Exhaust manifold blanks before milling


I decided to solder on the exhaust manifolds at this point using Easyflo as I thought it would then be easier to fit the mounting lugs with a solid assembly to work to. The solder would melt again when the lugs etc were soldered but so long as everything was clamped up solid there shouldn't be a problem. The lugs were then filed until they were a good fit on the exhaust manifold and the cylinder.

As mentioned in earlier pages I had decided to route the steam pipes under the running boards rather than have the normal external ones to avoid having to make fiddly connections inside the smokebox. After some thought I settled on using another brass manifold on top of the steam chest into which would screw an inlet stub projecting through the frames into the main steam distribution manifold under the smokebox saddle. The stubs will carry 'O' rings to seal the joint into the main manifold. This means the cylinders can be removed without having to undo the usual fiddly screwed connections, both the inlet and exhaust connections being push fit. The cylinder manifold was machined from 1/2" x 3/8" brass bar again and the bottom profiled so that it sits half on the valve chest and half on the exhaust manifold. The inside was then milled out to form the steam passage. I thought it best not to drill for the inlet stub at this point so that it's final position could be checked from the job.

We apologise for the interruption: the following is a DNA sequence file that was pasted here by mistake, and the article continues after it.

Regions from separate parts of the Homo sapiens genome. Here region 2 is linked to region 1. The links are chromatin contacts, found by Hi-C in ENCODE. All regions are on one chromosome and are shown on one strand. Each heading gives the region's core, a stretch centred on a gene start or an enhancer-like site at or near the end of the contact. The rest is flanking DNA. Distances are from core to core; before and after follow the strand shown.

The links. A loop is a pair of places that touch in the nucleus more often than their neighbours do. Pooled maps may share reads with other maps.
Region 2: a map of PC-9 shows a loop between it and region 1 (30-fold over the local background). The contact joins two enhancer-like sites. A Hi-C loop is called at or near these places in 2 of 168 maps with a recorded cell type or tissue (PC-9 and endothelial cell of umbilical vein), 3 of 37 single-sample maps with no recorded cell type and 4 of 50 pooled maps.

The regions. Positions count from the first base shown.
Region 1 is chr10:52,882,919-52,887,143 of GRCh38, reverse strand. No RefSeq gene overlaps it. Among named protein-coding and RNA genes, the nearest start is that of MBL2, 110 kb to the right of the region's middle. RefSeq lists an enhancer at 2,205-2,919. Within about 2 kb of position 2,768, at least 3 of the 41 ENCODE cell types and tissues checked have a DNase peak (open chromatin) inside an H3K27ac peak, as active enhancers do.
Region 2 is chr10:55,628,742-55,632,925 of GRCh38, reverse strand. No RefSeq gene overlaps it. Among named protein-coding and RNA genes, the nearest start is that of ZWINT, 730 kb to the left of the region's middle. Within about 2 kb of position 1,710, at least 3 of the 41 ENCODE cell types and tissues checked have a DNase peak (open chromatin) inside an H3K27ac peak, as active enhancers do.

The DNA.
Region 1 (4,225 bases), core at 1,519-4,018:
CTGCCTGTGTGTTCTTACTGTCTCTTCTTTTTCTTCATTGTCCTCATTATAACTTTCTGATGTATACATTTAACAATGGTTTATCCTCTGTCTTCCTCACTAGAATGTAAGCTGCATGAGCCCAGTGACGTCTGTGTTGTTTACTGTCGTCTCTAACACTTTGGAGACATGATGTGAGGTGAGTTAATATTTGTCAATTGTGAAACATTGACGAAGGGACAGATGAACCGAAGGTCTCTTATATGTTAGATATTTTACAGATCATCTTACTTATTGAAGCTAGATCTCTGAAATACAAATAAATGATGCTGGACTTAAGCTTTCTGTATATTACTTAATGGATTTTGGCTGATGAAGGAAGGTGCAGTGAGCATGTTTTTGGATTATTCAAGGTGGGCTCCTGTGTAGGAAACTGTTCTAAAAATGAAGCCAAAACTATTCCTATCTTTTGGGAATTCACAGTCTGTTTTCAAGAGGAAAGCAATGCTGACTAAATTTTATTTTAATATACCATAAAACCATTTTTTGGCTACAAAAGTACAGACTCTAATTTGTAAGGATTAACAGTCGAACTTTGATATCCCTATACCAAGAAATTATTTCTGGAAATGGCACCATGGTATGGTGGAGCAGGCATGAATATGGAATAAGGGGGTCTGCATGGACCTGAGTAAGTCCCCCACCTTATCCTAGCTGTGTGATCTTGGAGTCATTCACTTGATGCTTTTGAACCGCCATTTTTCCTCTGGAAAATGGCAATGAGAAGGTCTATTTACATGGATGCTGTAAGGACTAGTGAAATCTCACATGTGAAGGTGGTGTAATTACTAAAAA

Milling out the inlet block

Next was the big solder up and the point where it could all go horribly wrong! I used the same jig to hold the mounting lugs in place as I used to solder the valve chest to the cylinder and the inlet manifold was clamped in place with an old G clamp. To be honest, clamping the bits together like this is asking for trouble in case something moves and it's a much better idea to fasten everything together with a few brass screws. I went ahead anyway and soldered the lot up without any major disasters. I did have an 'Oh Bugger' moment with the first cylinder when I was a bit over generous with the Easyflo and thought I had soldered one of the clamps to the cylinder! I carefully heated the clamp to remove it but fortunately it was only stuck on by the residue flux. It has left a lump of solder though which will have to be filed off. The second time I was more careful!

Inspection of the cylinders after pickling showed all the joints to be sound and everything in the right place - sigh of relief! Hopefully the worst is over.

The cylinder 'castings' after final soldering

There are a couple more pieces to fit to the cylinders. These are the little 'V' shaped filling in pieces on the outside ends of the cylinders to fill the gap between the cylinder and the cladding but I'll make those later and probably solder them on with Comsol as they are purely cosmetic.

Now begins the process of final machining but it should all be pretty straightforward.

The first job was to machine the mounting lugs and the exhaust stub to length and I decided to try flycutting for this as the area to machine is quite large. It's not a machining method that I've used much but it turned out to be a very easy job - much easier than using an endmill and having to make several passes at each cut. It also means that the surfaces are all nice and level.

Flycutting the mounting lugs and exhaust stub to length